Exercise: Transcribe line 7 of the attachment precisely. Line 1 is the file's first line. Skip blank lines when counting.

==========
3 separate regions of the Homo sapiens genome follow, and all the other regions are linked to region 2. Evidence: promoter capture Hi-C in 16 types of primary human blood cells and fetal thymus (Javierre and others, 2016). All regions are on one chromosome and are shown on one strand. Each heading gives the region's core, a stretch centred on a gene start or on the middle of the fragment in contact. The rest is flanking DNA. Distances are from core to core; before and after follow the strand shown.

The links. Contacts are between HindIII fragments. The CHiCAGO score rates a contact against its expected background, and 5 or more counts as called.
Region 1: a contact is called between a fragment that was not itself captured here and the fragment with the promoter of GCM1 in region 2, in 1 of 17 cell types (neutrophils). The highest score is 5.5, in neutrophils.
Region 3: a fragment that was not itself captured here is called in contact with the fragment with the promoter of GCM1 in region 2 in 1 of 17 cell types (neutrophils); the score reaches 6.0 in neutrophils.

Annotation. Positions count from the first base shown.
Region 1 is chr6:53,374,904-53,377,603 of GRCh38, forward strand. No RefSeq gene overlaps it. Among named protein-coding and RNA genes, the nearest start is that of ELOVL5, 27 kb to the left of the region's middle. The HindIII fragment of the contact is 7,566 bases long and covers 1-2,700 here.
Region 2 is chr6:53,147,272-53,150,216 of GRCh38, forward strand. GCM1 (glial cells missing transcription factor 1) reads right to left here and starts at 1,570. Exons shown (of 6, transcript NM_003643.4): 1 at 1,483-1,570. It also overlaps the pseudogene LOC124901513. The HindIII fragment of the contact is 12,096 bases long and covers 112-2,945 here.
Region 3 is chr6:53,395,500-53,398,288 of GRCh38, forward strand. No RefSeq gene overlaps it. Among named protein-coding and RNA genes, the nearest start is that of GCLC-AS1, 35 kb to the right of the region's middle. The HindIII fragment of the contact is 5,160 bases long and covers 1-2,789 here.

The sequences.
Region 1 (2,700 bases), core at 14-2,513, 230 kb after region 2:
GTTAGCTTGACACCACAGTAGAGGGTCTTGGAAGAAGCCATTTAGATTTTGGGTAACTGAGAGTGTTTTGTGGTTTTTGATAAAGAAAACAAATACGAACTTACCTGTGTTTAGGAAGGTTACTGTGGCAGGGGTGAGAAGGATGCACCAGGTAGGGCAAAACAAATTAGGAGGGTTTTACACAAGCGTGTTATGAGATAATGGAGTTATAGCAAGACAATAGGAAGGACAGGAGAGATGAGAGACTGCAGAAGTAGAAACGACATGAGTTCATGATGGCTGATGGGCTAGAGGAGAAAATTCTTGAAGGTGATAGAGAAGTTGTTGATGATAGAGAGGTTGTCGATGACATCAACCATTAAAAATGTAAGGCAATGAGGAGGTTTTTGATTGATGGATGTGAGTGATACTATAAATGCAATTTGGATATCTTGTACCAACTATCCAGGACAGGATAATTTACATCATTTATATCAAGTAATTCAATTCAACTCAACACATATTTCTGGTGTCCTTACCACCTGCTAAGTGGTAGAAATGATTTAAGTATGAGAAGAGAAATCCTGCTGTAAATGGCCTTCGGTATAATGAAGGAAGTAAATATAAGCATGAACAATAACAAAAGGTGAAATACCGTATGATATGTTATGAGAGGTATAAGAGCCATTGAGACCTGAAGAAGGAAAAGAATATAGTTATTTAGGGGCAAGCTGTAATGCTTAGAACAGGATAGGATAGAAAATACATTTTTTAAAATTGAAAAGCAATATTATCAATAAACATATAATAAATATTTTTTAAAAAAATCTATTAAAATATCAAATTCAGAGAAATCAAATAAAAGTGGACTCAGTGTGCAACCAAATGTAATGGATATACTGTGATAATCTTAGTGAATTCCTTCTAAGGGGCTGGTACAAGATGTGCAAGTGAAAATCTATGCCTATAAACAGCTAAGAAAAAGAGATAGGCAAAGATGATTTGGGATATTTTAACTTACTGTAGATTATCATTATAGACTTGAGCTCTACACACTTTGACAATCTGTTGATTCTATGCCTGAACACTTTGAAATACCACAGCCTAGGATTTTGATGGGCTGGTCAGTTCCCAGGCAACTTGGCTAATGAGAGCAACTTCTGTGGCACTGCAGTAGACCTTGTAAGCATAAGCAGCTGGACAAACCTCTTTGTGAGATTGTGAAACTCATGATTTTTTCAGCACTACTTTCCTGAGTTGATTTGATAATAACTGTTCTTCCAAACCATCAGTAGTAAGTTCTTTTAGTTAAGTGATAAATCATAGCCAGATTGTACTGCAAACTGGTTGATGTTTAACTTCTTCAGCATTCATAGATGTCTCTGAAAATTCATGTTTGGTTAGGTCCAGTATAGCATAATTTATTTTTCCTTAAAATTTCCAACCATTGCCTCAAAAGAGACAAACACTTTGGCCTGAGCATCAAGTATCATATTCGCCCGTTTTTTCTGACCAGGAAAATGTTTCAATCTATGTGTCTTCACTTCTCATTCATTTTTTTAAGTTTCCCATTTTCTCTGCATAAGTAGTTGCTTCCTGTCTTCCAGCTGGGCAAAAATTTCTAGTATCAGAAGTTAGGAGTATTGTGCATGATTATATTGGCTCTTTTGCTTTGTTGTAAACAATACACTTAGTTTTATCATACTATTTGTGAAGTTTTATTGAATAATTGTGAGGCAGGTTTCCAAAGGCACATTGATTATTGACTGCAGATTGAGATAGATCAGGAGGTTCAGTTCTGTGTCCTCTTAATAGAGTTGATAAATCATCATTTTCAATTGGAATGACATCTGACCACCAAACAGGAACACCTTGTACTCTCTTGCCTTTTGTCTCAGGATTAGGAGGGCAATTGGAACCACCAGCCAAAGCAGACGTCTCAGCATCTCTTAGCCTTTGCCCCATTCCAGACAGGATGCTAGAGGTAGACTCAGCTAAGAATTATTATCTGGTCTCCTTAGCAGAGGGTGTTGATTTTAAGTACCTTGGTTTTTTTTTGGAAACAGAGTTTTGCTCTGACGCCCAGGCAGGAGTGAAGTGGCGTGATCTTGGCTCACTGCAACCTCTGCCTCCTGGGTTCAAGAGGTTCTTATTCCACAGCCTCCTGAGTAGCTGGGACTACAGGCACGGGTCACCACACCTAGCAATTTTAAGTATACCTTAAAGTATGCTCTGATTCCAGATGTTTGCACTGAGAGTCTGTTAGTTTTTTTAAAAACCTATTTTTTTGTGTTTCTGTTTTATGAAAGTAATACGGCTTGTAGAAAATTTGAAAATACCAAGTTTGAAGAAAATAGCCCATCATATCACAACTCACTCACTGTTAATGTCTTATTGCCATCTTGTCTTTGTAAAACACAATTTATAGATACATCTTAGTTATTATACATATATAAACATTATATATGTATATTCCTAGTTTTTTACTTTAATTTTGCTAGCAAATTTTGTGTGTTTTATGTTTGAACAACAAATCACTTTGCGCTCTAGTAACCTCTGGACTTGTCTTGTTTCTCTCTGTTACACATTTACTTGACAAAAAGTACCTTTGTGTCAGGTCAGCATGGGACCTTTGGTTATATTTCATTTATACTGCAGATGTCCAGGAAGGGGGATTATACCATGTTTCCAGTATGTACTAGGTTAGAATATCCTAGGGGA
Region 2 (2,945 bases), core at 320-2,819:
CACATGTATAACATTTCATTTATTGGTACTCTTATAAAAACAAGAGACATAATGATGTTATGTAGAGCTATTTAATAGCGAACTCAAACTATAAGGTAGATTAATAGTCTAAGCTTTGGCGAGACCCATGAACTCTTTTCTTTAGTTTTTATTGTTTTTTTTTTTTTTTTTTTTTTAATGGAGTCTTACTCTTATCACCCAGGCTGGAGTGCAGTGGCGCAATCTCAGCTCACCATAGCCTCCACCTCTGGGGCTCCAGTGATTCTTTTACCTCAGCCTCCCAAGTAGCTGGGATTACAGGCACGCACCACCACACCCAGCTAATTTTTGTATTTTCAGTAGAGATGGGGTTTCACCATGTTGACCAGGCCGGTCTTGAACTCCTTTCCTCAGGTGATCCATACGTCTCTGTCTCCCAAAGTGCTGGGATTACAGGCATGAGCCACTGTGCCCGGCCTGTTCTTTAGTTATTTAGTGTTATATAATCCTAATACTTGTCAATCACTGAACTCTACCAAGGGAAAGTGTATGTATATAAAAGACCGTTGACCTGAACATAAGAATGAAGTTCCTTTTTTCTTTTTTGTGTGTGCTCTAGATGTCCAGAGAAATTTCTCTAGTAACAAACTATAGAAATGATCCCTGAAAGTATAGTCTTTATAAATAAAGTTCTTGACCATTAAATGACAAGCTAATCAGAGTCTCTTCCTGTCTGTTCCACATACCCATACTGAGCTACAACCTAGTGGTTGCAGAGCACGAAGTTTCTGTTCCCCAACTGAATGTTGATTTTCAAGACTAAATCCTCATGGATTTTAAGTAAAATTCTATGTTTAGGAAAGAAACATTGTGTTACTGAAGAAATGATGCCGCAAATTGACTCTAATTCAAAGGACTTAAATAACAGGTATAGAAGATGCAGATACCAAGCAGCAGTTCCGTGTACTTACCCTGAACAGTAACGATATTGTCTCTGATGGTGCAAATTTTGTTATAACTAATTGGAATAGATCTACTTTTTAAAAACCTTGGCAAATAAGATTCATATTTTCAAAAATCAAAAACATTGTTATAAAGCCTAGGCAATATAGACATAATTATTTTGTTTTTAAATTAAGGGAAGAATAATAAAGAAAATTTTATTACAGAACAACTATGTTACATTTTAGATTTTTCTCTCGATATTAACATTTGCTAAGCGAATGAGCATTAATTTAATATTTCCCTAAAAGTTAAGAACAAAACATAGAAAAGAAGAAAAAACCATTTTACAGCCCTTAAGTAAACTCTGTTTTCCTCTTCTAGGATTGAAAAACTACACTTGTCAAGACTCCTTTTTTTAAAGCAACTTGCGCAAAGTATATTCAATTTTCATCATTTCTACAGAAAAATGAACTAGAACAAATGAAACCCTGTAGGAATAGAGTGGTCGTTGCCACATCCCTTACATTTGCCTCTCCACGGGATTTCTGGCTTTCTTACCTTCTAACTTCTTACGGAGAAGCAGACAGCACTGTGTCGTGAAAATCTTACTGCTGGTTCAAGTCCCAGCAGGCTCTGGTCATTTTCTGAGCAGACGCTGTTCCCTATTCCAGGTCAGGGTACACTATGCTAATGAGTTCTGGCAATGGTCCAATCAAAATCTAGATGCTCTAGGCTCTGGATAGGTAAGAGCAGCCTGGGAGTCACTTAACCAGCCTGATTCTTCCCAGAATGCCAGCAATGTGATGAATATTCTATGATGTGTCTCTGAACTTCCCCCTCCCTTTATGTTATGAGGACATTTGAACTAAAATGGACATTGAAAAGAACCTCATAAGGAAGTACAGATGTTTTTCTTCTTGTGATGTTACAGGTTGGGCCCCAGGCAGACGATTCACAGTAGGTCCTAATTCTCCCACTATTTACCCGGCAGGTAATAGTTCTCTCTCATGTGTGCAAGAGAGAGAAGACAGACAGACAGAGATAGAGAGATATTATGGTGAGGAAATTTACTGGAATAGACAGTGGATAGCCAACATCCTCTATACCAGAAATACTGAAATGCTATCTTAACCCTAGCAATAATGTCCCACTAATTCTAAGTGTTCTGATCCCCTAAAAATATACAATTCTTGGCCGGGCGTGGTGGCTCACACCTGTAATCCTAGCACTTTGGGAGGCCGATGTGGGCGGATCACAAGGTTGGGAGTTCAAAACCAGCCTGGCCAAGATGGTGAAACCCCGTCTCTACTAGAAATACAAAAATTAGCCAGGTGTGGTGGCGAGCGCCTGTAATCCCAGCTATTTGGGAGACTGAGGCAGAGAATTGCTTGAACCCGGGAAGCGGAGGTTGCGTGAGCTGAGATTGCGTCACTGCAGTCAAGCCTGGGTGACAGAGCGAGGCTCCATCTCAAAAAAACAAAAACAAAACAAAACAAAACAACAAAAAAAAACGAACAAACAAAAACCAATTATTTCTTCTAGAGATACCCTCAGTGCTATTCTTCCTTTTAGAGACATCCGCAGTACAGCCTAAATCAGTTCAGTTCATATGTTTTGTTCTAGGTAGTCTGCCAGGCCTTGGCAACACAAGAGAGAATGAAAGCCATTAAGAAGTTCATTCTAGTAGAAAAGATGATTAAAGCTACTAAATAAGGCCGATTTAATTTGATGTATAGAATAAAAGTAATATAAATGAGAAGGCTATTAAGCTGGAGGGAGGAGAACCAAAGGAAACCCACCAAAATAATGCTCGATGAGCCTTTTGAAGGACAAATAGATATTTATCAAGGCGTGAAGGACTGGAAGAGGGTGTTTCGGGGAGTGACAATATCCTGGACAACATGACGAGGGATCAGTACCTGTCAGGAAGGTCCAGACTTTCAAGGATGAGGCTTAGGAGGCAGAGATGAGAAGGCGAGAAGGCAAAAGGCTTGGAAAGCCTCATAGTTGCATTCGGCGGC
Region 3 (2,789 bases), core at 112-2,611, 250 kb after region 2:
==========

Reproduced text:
Region 2 is chr6:53,147,272-53,150,216 of GRCh38, forward strand. GCM1 (glial cells missing transcription factor 1) reads right to left here and starts at 1,570. Exons shown (of 6, transcript NM_003643.4): 1 at 1,483-1,570. It also overlaps the pseudogene LOC124901513. The HindIII fragment of the contact is 12,096 bases long and covers 112-2,945 here.